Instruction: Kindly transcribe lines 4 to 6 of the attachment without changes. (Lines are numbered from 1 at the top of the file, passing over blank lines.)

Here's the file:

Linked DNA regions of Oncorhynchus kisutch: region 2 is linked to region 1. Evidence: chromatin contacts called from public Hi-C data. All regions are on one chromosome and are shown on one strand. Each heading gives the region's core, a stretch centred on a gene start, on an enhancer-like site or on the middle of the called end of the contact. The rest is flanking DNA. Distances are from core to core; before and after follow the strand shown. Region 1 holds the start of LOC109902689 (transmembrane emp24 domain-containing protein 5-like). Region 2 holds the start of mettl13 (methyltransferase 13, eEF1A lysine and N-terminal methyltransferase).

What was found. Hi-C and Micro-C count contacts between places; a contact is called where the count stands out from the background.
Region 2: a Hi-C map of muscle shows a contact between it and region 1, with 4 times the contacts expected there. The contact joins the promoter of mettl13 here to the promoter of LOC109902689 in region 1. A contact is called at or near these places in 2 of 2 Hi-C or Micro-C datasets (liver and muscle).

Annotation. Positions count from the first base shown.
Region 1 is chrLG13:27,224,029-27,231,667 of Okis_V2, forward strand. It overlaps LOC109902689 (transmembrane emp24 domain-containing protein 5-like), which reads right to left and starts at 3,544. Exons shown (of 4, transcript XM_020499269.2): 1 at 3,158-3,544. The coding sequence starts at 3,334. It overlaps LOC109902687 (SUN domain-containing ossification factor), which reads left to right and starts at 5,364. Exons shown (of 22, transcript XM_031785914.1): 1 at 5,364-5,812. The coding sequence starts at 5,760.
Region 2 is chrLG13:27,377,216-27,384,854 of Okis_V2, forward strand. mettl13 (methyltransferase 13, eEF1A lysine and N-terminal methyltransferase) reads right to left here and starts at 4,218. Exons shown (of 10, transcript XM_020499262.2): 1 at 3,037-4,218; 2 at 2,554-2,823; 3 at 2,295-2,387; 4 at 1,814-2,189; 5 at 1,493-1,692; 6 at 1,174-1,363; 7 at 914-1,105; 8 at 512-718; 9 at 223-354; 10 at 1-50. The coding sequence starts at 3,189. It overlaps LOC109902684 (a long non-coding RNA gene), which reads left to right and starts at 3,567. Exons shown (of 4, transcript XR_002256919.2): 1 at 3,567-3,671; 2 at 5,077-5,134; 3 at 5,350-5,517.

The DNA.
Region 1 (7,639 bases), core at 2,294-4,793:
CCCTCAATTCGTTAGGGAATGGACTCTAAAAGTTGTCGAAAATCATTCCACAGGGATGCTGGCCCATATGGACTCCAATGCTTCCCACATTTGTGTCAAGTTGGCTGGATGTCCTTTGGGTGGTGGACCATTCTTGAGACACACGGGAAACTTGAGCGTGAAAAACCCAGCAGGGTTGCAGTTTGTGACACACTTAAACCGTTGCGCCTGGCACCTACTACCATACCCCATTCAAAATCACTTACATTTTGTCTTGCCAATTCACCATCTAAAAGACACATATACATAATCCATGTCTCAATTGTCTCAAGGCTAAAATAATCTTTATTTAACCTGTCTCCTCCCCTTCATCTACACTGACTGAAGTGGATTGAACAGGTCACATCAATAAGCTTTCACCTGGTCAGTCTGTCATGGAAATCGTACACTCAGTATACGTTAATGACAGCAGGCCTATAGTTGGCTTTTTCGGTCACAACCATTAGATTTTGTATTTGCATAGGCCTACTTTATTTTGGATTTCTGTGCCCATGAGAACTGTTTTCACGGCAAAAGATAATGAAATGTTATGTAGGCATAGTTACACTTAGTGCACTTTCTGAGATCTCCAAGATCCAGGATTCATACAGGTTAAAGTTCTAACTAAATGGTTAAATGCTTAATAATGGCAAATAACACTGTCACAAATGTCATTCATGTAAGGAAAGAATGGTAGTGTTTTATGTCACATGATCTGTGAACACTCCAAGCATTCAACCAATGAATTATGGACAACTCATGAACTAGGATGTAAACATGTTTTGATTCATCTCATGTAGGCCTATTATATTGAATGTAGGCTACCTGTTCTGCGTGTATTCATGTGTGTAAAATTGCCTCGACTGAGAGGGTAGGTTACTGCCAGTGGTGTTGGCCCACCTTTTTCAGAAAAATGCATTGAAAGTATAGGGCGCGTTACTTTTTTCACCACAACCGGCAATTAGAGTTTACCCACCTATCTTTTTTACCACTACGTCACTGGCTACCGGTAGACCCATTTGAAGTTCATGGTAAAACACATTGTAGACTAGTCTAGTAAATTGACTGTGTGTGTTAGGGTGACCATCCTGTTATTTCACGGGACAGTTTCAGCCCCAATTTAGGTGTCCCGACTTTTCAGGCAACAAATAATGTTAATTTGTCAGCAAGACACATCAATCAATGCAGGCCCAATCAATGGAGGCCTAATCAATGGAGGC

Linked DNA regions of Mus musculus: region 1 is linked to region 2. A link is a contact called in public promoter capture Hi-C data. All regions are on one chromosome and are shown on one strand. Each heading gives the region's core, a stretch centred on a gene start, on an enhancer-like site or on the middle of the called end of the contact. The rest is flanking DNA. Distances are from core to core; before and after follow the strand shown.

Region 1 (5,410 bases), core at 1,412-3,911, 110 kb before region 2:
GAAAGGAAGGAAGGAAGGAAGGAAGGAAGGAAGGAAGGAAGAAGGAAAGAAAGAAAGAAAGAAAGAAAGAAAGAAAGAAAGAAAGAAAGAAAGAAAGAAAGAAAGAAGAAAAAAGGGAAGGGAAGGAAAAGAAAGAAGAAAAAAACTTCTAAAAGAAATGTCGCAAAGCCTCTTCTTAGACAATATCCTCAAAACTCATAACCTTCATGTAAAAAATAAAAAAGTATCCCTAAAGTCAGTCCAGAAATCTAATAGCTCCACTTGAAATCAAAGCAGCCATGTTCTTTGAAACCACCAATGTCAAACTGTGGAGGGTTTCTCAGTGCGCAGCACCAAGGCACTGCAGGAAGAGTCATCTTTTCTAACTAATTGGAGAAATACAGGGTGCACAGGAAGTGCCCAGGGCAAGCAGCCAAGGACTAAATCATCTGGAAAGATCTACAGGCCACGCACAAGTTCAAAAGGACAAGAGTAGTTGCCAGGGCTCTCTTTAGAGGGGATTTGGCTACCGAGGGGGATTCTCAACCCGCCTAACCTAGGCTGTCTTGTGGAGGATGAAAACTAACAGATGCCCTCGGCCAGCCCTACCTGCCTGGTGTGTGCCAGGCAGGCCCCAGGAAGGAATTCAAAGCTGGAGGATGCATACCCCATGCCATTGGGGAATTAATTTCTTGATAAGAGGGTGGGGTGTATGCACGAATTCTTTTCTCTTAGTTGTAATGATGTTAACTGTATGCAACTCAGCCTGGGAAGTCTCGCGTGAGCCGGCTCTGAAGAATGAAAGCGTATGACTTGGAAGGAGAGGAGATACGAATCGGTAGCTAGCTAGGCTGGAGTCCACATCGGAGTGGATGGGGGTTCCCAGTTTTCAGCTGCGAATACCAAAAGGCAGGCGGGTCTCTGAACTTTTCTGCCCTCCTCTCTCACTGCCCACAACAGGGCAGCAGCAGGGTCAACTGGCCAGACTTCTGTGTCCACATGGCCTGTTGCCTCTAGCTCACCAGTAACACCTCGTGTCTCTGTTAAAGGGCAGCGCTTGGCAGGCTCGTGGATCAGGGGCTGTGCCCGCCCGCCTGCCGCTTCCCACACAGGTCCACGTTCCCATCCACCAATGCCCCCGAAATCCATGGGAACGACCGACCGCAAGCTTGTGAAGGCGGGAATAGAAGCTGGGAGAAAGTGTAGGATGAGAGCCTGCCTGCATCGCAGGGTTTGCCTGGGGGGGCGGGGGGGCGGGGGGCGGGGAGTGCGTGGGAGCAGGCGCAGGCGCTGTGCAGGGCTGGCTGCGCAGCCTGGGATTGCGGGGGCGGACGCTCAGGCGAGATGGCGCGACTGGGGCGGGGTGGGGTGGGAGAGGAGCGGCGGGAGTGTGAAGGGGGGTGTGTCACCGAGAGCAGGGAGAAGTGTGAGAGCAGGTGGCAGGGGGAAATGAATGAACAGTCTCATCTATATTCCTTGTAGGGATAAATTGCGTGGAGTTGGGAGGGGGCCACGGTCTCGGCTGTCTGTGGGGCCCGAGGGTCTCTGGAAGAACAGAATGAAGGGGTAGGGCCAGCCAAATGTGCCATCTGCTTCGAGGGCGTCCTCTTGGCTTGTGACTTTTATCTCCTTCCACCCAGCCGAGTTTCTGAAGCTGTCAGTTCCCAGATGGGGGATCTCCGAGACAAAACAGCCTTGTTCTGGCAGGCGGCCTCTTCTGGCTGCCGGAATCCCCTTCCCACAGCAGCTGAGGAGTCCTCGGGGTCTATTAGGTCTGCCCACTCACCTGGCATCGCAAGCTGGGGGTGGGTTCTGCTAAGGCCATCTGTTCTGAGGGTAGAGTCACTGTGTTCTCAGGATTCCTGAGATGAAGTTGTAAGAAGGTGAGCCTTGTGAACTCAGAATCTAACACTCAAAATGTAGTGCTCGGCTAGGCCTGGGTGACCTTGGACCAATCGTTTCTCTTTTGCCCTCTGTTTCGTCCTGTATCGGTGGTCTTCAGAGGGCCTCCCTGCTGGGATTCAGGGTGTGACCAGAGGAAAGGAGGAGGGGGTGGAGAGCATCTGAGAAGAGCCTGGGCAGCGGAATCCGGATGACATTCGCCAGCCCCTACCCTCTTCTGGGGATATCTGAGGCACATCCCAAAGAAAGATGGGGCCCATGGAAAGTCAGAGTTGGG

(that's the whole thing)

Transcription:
Annotation. Positions count from the first base shown.
Region 1 is chrLG13:27,224,029-27,231,667 of Okis_V2, forward strand. It overlaps LOC109902689 (transmembrane emp24 domain-containing protein 5-like), which reads right to left and starts at 3,544. Exons shown (of 4, transcript XM_020499269.2): 1 at 3,158-3,544. The coding sequence starts at 3,334. It overlaps LOC109902687 (SUN domain-containing ossification factor), which reads left to right and starts at 5,364. Exons shown (of 22, transcript XM_031785914.1): 1 at 5,364-5,812. The coding sequence starts at 5,760.
Region 2 is chrLG13:27,377,216-27,384,854 of Okis_V2, forward strand. mettl13 (methyltransferase 13, eEF1A lysine and N-terminal methyltransferase) reads right to left here and starts at 4,218. Exons shown (of 10, transcript XM_020499262.2): 1 at 3,037-4,218; 2 at 2,554-2,823; 3 at 2,295-2,387; 4 at 1,814-2,189; 5 at 1,493-1,692; 6 at 1,174-1,363; 7 at 914-1,105; 8 at 512-718; 9 at 223-354; 10 at 1-50. The coding sequence starts at 3,189. It overlaps LOC109902684 (a long non-coding RNA gene), which reads left to right and starts at 3,567. Exons shown (of 4, transcript XR_002256919.2): 1 at 3,567-3,671; 2 at 5,077-5,134; 3 at 5,350-5,517.